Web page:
I know people who are in law enforcement and actually there’s a parallel too. I know people who worked in an emergency room and at a certain point you’re exposed to intensely violent situations and danger and there’s a certain point where all of the people that you’re dealing with are the civilians and they are the other. And, in some of the scenes in the movie, you’re dealing with the desensitisation, like it’s not glamourising nor condemning because I’m not making this movie to make a political point. I’m showing these characters in this situation and you can see that where Mel Gibson’s character, and where Vince Vaughn character’s at in his career, that there’s a trajectory of the younger guy towards the older guy and is he going to become that guy? But they’re different in their views, are aligned with some things but are different elsewhere.
So, for me it was just interesting to explore. If you’re in the grind and on the concrete for that long and that many years, where are you and where is your sensitivity? And this stuff is really explored pretty deeply in the scene where Gibson sees his old partner, who’s played by Don Johnson, and kind of getting into it and who he’s becoming and is this who he innately is, or is this who the job has made him or is it a combination? Those are the sort of questions that I’d like to put out there and let people sit with. But it certainly doesn’t come from a place of wanting to condemn police officers, nor say that these are flawless people who don’t make mistakes.
I know people who are in law enforcement. You’re exposed to a lot of bad stuff and that doesn’t mean that you’re going to make the right decisions every day of your life. It’s a hard job. I wouldn’t want to do it. I’m making movies and writing books, playing albums.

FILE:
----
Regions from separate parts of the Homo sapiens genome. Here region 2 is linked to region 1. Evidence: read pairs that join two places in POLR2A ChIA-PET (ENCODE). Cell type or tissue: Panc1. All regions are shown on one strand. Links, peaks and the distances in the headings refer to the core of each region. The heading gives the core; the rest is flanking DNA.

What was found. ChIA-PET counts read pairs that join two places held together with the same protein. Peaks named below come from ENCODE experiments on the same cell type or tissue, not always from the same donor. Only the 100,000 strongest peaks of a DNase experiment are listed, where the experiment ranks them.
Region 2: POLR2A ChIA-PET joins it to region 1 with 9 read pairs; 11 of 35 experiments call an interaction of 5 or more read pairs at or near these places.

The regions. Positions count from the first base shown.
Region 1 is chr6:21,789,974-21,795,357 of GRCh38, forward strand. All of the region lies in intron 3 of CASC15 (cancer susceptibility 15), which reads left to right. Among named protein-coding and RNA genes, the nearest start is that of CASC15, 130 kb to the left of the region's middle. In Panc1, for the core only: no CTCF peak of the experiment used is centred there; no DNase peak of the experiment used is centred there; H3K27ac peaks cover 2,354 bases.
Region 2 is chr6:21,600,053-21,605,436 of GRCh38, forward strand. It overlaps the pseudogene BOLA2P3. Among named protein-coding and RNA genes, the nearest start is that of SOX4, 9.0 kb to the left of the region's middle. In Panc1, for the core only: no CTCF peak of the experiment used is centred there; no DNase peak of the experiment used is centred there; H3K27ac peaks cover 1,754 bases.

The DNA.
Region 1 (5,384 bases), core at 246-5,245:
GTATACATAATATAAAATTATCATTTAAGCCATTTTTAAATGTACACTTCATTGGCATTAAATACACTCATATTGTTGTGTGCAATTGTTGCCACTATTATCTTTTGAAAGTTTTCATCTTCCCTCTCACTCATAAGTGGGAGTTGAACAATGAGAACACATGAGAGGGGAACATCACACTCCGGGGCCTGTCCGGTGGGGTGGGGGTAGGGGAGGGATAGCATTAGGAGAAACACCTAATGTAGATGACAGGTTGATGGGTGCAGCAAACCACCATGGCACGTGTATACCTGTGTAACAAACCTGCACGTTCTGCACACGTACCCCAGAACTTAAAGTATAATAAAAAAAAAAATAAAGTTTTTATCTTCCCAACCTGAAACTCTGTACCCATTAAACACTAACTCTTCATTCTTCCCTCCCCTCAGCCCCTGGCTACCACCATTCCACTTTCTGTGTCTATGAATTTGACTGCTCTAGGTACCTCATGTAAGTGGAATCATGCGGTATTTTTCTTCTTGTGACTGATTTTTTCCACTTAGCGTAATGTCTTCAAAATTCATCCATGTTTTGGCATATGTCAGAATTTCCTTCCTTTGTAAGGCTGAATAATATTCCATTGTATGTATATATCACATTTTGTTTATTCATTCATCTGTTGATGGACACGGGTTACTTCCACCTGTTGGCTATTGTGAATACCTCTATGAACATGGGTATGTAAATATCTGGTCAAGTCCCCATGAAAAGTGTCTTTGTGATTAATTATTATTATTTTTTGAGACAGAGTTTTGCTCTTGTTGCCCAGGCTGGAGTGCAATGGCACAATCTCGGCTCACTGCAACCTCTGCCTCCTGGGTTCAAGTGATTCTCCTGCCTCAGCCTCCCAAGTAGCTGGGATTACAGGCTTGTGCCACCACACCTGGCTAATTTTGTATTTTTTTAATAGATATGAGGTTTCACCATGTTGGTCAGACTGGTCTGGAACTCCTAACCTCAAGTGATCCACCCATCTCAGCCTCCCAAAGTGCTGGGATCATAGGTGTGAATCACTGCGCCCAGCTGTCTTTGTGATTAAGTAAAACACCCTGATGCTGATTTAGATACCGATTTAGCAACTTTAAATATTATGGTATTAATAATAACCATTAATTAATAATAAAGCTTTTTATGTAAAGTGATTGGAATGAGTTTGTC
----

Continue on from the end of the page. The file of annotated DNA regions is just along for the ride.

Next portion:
Did having your existing relationship with Vince help bring on Mel in some ways?
Yes, for sure. We were probably in the last week of Brawl in Cell Block 99 and I knew Dragged Across Concrete was going to be my next movie and that I was giving Vince the part of Anthony; Vince whose middle name is Anthony. And we had a really good talk about the piece and Vince was interested in playing the role and Mel was on the shortlist of people I wanted, and Vince already had a good relationship with Mel and passed the script along. And Mel had read some stuff of mine before and was interested in me as a writer in any case. The channels were open, but definitely Vince made the final connection and it’s part of how we got going as quickly as we did. We were basically setting this movie up and had it rolling when I was at the beginning of the edit of Brawl. And I had five days off after I’d finished QCing Brawl in Cell Block 99 before I moved to Vancouver to start shooting Dragged Across Concrete.
You must be exhausted.
I am super exhausted. I’m going to take some time off after this because the space between Bone Tomahawk and Brawl in Cell Block 99, I wrote four scripts and a novel and did an album [Zahler is in the metal band Realmbuilder]. So, it’s been over four years without time off. I’m going to take a little time off before I get to the next one.
Mel is obviously very famous for Lethal Weapon with a very different type of cop, but a very famous buddy cop story. Here, though, he’s not very likeable.
Mel’s a terrific performer and I think you see the wear on his face. This is someone who really has access to a lot of emotions. The Lethal Weapon character is bigger and with higher energy.